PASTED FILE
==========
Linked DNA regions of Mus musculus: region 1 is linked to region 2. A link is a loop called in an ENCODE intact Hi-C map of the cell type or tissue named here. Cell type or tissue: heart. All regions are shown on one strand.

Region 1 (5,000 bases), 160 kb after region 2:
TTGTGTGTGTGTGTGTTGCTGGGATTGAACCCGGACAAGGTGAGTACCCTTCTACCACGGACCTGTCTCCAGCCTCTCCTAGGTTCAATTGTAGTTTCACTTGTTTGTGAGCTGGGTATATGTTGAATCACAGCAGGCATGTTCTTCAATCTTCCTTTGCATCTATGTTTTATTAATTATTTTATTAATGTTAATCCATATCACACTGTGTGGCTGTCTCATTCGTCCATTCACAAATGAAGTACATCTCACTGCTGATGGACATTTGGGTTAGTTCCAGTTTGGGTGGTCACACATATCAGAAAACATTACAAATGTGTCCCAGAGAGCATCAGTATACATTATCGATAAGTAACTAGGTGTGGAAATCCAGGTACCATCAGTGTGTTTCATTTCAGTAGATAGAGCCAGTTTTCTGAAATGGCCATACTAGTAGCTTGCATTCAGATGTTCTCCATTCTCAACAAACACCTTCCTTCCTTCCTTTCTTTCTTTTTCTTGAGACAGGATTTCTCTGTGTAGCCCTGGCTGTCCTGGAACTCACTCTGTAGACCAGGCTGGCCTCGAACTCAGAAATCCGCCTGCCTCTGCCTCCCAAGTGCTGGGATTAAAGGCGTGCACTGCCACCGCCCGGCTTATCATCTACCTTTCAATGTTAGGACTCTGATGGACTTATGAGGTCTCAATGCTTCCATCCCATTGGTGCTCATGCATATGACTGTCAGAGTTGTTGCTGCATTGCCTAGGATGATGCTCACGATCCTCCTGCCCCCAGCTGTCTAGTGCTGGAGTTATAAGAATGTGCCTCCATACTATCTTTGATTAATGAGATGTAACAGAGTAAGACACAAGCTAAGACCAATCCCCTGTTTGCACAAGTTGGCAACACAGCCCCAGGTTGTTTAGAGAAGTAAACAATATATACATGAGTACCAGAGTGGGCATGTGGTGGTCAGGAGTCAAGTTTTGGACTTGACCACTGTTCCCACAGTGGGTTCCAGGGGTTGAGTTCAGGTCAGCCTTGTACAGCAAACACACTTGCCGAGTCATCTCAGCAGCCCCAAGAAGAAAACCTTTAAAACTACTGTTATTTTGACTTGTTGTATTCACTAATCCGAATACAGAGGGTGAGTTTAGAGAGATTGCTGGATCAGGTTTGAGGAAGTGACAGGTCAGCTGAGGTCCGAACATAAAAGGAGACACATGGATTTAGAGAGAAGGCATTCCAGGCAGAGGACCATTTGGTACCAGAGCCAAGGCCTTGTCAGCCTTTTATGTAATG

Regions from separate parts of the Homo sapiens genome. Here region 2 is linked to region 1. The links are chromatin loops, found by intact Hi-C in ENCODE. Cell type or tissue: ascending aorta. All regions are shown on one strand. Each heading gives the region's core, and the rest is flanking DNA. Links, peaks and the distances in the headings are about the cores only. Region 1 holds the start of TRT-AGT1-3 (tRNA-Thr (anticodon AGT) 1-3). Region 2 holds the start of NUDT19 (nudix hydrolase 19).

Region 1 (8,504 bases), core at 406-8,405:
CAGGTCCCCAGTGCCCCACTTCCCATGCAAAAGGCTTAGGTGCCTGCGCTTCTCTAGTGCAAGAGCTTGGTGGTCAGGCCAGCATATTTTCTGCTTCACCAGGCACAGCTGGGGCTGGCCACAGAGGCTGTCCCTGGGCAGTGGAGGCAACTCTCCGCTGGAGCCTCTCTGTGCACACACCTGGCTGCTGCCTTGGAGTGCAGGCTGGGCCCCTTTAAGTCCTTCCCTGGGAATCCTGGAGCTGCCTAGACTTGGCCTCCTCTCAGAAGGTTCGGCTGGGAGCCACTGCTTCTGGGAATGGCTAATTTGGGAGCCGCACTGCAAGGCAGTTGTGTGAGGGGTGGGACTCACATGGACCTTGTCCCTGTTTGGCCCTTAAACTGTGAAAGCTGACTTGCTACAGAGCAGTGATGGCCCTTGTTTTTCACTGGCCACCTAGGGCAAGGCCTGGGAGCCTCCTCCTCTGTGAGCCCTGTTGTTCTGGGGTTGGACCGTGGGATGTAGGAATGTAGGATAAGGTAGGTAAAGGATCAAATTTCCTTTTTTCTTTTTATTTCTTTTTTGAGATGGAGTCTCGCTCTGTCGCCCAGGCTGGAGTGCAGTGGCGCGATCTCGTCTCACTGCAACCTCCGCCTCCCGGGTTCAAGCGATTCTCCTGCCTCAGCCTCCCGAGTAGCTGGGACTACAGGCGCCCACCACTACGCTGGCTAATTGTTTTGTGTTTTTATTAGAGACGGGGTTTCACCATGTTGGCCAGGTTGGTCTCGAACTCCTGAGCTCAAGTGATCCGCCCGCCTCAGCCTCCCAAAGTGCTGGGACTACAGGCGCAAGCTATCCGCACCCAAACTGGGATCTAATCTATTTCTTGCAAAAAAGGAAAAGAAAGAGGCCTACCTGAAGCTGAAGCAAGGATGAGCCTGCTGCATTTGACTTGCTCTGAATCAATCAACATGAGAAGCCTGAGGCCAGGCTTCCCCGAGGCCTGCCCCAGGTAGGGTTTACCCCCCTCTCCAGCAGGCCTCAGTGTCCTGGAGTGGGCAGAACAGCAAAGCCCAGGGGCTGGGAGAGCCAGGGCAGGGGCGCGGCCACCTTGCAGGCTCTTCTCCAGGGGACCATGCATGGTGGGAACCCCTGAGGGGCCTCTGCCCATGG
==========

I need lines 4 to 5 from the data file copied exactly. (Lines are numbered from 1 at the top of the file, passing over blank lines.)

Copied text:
Regions from separate parts of the Homo sapiens genome. Here region 2 is linked to region 1. The links are chromatin loops, found by intact Hi-C in ENCODE. Cell type or tissue: ascending aorta. All regions are shown on one strand. Each heading gives the region's core, and the rest is flanking DNA. Links, peaks and the distances in the headings are about the cores only. Region 1 holds the start of TRT-AGT1-3 (tRNA-Thr (anticodon AGT) 1-3). Region 2 holds the start of NUDT19 (nudix hydrolase 19).

Region 1 (8,504 bases), core at 406-8,405: